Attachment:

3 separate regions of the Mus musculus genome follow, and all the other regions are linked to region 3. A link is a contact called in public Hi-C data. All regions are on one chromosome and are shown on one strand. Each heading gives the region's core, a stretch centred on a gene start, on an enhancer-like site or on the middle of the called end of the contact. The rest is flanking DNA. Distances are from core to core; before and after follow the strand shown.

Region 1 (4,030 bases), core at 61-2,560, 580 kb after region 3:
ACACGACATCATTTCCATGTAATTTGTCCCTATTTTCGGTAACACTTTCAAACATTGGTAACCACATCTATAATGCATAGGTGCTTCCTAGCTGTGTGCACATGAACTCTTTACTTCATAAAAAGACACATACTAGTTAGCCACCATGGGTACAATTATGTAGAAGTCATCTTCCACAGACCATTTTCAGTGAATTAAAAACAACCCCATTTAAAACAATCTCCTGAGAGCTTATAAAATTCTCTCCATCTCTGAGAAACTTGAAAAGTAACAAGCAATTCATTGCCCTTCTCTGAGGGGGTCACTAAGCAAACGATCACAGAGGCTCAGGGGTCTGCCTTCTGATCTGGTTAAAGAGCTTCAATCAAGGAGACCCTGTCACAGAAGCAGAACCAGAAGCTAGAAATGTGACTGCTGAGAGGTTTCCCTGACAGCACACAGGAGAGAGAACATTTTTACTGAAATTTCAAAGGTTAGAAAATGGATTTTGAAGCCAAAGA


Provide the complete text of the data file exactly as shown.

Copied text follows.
3 separate regions of the Mus musculus genome follow, and all the other regions are linked to region 3. A link is a contact called in public Hi-C data. All regions are on one chromosome and are shown on one strand. Each heading gives the region's core, a stretch centred on a gene start, on an enhancer-like site or on the middle of the called end of the contact. The rest is flanking DNA. Distances are from core to core; before and after follow the strand shown.

Region 1 (4,030 bases), core at 61-2,560, 580 kb after region 3:
ACACGACATCATTTCCATGTAATTTGTCCCTATTTTCGGTAACACTTTCAAACATTGGTAACCACATCTATAATGCATAGGTGCTTCCTAGCTGTGTGCACATGAACTCTTTACTTCATAAAAAGACACATACTAGTTAGCCACCATGGGTACAATTATGTAGAAGTCATCTTCCACAGACCATTTTCAGTGAATTAAAAACAACCCCATTTAAAACAATCTCCTGAGAGCTTATAAAATTCTCTCCATCTCTGAGAAACTTGAAAAGTAACAAGCAATTCATTGCCCTTCTCTGAGGGGGTCACTAAGCAAACGATCACAGAGGCTCAGGGGTCTGCCTTCTGATCTGGTTAAAGAGCTTCAATCAAGGAGACCCTGTCACAGAAGCAGAACCAGAAGCTAGAAATGTGACTGCTGAGAGGTTTCCCTGACAGCACACAGGAGAGAGAACATTTTTACTGAAATTTCAAAGGTTAGAAAATGGATTTTGAAGCCAAAGA